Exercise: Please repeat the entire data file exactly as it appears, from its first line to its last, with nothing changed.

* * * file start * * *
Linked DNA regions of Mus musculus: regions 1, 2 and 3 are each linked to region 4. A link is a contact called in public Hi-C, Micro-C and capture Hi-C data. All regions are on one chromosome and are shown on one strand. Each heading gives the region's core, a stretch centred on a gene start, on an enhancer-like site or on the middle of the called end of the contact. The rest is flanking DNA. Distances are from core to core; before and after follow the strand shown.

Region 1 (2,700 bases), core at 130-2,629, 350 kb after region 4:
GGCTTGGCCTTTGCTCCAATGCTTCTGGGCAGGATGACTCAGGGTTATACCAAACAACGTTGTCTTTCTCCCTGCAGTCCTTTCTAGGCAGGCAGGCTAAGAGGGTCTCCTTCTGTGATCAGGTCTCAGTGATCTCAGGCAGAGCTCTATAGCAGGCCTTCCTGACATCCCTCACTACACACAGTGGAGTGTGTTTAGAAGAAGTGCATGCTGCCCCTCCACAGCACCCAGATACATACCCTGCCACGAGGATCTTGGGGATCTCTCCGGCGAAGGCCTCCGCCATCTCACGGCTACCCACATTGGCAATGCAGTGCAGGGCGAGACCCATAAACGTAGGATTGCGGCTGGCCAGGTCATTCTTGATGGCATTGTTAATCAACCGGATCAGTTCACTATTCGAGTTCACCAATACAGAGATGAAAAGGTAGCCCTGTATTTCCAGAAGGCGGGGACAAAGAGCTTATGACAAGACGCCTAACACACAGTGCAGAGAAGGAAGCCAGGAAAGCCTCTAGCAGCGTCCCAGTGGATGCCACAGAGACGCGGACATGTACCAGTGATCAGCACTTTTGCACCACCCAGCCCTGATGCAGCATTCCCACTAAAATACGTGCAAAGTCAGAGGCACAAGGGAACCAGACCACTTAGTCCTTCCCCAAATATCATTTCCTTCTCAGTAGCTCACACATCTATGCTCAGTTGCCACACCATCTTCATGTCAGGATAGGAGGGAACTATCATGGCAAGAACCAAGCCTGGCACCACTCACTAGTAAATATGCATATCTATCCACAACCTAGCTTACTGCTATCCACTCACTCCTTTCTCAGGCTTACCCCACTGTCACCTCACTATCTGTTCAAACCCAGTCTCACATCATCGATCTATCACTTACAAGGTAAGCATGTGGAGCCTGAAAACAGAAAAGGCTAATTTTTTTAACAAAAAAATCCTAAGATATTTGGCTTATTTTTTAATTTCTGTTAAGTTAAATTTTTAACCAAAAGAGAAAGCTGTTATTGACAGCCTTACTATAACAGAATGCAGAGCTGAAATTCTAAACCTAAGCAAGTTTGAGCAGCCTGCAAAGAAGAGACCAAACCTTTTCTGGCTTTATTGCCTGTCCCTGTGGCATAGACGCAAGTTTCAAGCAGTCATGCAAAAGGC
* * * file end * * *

Linked DNA regions of Mus musculus: regions 1, 2 and 3 are each linked to region 4. A link is a contact called in public Hi-C, Micro-C and capture Hi-C data. All regions are on one chromosome and are shown on one strand. Each heading gives the region's core, a stretch centred on a gene start, on an enhancer-like site or on the middle of the called end of the contact. The rest is flanking DNA. Distances are from core to core; before and after follow the strand shown.

Region 1 (2,700 bases), core at 130-2,629, 350 kb after region 4:
GGCTTGGCCTTTGCTCCAATGCTTCTGGGCAGGATGACTCAGGGTTATACCAAACAACGTTGTCTTTCTCCCTGCAGTCCTTTCTAGGCAGGCAGGCTAAGAGGGTCTCCTTCTGTGATCAGGTCTCAGTGATCTCAGGCAGAGCTCTATAGCAGGCCTTCCTGACATCCCTCACTACACACAGTGGAGTGTGTTTAGAAGAAGTGCATGCTGCCCCTCCACAGCACCCAGATACATACCCTGCCACGAGGATCTTGGGGATCTCTCCGGCGAAGGCCTCCGCCATCTCACGGCTACCCACATTGGCAATGCAGTGCAGGGCGAGACCCATAAACGTAGGATTGCGGCTGGCCAGGTCATTCTTGATGGCATTGTTAATCAACCGGATCAGTTCACTATTCGAGTTCACCAATACAGAGATGAAAAGGTAGCCCTGTATTTCCAGAAGGCGGGGACAAAGAGCTTATGACAAGACGCCTAACACACAGTGCAGAGAAGGAAGCCAGGAAAGCCTCTAGCAGCGTCCCAGTGGATGCCACAGAGACGCGGACATGTACCAGTGATCAGCACTTTTGCACCACCCAGCCCTGATGCAGCATTCCCACTAAAATACGTGCAAAGTCAGAGGCACAAGGGAACCAGACCACTTAGTCCTTCCCCAAATATCATTTCCTTCTCAGTAGCTCACACATCTATGCTCAGTTGCCACACCATCTTCATGTCAGGATAGGAGGGAACTATCATGGCAAGAACCAAGCCTGGCACCACTCACTAGTAAATATGCATATCTATCCACAACCTAGCTTACTGCTATCCACTCACTCCTTTCTCAGGCTTACCCCACTGTCACCTCACTATCTGTTCAAACCCAGTCTCACATCATCGATCTATCACTTACAAGGTAAGCATGTGGAGCCTGAAAACAGAAAAGGCTAATTTTTTTAACAAAAAAATCCTAAGATATTTGGCTTATTTTTTAATTTCTGTTAAGTTAAATTTTTAACCAAAAGAGAAAGCTGTTATTGACAGCCTTACTATAACAGAATGCAGAGCTGAAATTCTAAACCTAAGCAAGTTTGAGCAGCCTGCAAAGAAGAGACCAAACCTTTTCTGGCTTTATTGCCTGTCCCTGTGGCATAGACGCAAGTTTCAAGCAGTCATGCAAAAGGC